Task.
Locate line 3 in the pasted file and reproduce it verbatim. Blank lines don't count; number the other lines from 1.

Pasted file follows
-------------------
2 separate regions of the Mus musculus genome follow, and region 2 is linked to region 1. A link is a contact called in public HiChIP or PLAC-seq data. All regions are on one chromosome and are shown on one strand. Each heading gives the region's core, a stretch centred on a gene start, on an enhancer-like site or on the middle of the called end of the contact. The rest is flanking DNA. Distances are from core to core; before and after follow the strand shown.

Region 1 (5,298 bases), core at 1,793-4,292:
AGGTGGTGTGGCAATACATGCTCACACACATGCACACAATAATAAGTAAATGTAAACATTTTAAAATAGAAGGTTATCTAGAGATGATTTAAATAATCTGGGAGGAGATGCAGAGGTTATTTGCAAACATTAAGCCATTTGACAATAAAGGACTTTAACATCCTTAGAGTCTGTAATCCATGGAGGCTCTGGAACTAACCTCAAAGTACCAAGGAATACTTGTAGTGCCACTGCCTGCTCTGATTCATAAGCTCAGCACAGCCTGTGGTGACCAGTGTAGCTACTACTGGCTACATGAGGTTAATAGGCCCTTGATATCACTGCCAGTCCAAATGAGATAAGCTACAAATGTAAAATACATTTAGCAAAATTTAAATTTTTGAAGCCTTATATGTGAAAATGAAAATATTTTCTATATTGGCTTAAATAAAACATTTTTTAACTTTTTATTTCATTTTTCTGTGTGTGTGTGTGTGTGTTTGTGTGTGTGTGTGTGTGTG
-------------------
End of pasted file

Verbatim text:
AGGTGGTGTGGCAATACATGCTCACACACATGCACACAATAATAAGTAAATGTAAACATTTTAAAATAGAAGGTTATCTAGAGATGATTTAAATAATCTGGGAGGAGATGCAGAGGTTATTTGCAAACATTAAGCCATTTGACAATAAAGGACTTTAACATCCTTAGAGTCTGTAATCCATGGAGGCTCTGGAACTAACCTCAAAGTACCAAGGAATACTTGTAGTGCCACTGCCTGCTCTGATTCATAAGCTCAGCACAGCCTGTGGTGACCAGTGTAGCTACTACTGGCTACATGAGGTTAATAGGCCCTTGATATCACTGCCAGTCCAAATGAGATAAGCTACAAATGTAAAATACATTTAGCAAAATTTAAATTTTTGAAGCCTTATATGTGAAAATGAAAATATTTTCTATATTGGCTTAAATAAAACATTTTTTAACTTTTTATTTCATTTTTCTGTGTGTGTGTGTGTGTGTTTGTGTGTGTGTGTGTGTGTG